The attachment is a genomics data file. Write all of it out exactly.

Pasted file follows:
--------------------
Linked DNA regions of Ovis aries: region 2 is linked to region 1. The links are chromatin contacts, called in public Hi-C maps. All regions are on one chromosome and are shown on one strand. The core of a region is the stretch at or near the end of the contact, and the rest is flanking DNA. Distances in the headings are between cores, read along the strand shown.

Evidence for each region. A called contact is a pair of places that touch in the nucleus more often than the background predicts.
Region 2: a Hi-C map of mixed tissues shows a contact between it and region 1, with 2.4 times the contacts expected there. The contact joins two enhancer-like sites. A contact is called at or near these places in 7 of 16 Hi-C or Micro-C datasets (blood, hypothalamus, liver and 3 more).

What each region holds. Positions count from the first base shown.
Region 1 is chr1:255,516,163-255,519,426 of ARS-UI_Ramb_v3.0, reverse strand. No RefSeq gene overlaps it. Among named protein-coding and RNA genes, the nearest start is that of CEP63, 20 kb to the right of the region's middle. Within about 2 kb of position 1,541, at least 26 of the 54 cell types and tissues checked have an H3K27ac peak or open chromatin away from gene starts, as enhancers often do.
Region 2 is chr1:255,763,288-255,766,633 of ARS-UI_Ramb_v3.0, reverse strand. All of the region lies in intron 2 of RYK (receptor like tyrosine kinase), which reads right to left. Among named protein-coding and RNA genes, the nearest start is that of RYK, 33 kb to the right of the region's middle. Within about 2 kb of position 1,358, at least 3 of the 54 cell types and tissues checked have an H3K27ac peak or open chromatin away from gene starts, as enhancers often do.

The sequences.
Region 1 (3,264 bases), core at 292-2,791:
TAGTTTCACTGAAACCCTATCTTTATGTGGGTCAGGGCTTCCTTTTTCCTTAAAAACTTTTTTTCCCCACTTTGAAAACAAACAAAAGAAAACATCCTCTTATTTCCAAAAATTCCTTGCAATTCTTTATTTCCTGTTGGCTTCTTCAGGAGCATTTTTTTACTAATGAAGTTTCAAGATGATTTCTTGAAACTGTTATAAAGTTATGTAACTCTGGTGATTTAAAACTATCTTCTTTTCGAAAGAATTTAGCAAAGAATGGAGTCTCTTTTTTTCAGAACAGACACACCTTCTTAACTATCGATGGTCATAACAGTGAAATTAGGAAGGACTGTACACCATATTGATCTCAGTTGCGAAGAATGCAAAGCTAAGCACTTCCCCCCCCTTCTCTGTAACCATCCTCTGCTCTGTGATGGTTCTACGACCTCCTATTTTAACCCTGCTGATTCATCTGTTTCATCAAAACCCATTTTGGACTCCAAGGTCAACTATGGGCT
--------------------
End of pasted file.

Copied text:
Linked DNA regions of Ovis aries: region 2 is linked to region 1. The links are chromatin contacts, called in public Hi-C maps. All regions are on one chromosome and are shown on one strand. The core of a region is the stretch at or near the end of the contact, and the rest is flanking DNA. Distances in the headings are between cores, read along the strand shown.

Evidence for each region. A called contact is a pair of places that touch in the nucleus more often than the background predicts.
Region 2: a Hi-C map of mixed tissues shows a contact between it and region 1, with 2.4 times the contacts expected there. The contact joins two enhancer-like sites. A contact is called at or near these places in 7 of 16 Hi-C or Micro-C datasets (blood, hypothalamus, liver and 3 more).

What each region holds. Positions count from the first base shown.
Region 1 is chr1:255,516,163-255,519,426 of ARS-UI_Ramb_v3.0, reverse strand. No RefSeq gene overlaps it. Among named protein-coding and RNA genes, the nearest start is that of CEP63, 20 kb to the right of the region's middle. Within about 2 kb of position 1,541, at least 26 of the 54 cell types and tissues checked have an H3K27ac peak or open chromatin away from gene starts, as enhancers often do.
Region 2 is chr1:255,763,288-255,766,633 of ARS-UI_Ramb_v3.0, reverse strand. All of the region lies in intron 2 of RYK (receptor like tyrosine kinase), which reads right to left. Among named protein-coding and RNA genes, the nearest start is that of RYK, 33 kb to the right of the region's middle. Within about 2 kb of position 1,358, at least 3 of the 54 cell types and tissues checked have an H3K27ac peak or open chromatin away from gene starts, as enhancers often do.

The sequences.
Region 1 (3,264 bases), core at 292-2,791:
TAGTTTCACTGAAACCCTATCTTTATGTGGGTCAGGGCTTCCTTTTTCCTTAAAAACTTTTTTTCCCCACTTTGAAAACAAACAAAAGAAAACATCCTCTTATTTCCAAAAATTCCTTGCAATTCTTTATTTCCTGTTGGCTTCTTCAGGAGCATTTTTTTACTAATGAAGTTTCAAGATGATTTCTTGAAACTGTTATAAAGTTATGTAACTCTGGTGATTTAAAACTATCTTCTTTTCGAAAGAATTTAGCAAAGAATGGAGTCTCTTTTTTTCAGAACAGACACACCTTCTTAACTATCGATGGTCATAACAGTGAAATTAGGAAGGACTGTACACCATATTGATCTCAGTTGCGAAGAATGCAAAGCTAAGCACTTCCCCCCCCTTCTCTGTAACCATCCTCTGCTCTGTGATGGTTCTACGACCTCCTATTTTAACCCTGCTGATTCATCTGTTTCATCAAAACCCATTTTGGACTCCAAGGTCAACTATGGGCT